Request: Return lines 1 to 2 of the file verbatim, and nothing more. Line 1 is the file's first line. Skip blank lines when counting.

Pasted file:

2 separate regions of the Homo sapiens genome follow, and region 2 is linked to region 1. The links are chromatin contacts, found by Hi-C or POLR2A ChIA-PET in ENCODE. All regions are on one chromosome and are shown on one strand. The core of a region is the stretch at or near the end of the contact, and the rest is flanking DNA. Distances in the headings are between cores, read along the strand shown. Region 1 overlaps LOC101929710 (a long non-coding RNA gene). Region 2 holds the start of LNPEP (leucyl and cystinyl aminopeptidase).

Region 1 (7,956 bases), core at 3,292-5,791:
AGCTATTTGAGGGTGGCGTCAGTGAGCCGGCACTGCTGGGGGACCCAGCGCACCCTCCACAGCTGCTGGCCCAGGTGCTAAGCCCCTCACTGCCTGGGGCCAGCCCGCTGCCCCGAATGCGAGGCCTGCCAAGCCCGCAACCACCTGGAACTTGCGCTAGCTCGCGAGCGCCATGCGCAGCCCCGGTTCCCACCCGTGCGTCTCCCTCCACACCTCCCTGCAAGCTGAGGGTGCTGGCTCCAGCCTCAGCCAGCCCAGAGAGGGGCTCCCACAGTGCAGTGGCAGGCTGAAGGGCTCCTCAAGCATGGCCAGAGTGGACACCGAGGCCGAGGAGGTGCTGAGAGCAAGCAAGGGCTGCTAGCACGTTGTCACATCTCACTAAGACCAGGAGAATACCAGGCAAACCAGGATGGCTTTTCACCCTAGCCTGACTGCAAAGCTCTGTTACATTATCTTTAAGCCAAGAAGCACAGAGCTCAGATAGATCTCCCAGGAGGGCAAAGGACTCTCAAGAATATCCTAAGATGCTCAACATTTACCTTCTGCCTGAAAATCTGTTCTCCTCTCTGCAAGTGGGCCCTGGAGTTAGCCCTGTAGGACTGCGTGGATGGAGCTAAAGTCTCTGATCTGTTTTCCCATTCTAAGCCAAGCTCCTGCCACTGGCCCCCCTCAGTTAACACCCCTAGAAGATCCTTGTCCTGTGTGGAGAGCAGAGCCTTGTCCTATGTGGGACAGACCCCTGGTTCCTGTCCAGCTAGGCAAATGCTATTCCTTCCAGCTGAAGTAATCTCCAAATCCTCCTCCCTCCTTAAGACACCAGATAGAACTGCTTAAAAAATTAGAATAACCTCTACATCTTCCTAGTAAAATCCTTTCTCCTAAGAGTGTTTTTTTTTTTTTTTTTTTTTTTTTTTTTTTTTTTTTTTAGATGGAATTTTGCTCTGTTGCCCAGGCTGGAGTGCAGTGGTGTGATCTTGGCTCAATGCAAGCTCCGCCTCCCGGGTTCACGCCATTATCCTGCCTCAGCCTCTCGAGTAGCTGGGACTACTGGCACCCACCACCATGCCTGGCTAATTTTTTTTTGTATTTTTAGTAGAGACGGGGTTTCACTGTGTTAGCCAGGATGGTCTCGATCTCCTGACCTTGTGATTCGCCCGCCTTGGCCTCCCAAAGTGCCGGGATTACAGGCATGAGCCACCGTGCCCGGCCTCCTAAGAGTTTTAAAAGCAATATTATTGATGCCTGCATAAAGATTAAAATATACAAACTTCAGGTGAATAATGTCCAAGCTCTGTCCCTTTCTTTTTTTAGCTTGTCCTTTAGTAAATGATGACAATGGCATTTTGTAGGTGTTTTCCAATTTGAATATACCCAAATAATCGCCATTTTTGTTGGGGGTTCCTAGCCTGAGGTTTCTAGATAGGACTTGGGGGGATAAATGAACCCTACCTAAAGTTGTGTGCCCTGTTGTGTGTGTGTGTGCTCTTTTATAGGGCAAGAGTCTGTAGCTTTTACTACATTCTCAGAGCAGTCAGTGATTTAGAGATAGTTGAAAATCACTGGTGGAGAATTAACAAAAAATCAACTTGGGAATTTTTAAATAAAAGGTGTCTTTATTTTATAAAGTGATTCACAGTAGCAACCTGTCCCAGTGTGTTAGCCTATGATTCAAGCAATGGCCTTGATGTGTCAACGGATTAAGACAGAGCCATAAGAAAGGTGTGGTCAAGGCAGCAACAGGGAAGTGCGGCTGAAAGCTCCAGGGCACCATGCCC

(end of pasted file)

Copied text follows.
2 separate regions of the Homo sapiens genome follow, and region 2 is linked to region 1. The links are chromatin contacts, found by Hi-C or POLR2A ChIA-PET in ENCODE. All regions are on one chromosome and are shown on one strand. The core of a region is the stretch at or near the end of the contact, and the rest is flanking DNA. Distances in the headings are between cores, read along the strand shown. Region 1 overlaps LOC101929710 (a long non-coding RNA gene). Region 2 holds the start of LNPEP (leucyl and cystinyl aminopeptidase).

Region 1 (7,956 bases), core at 3,292-5,791: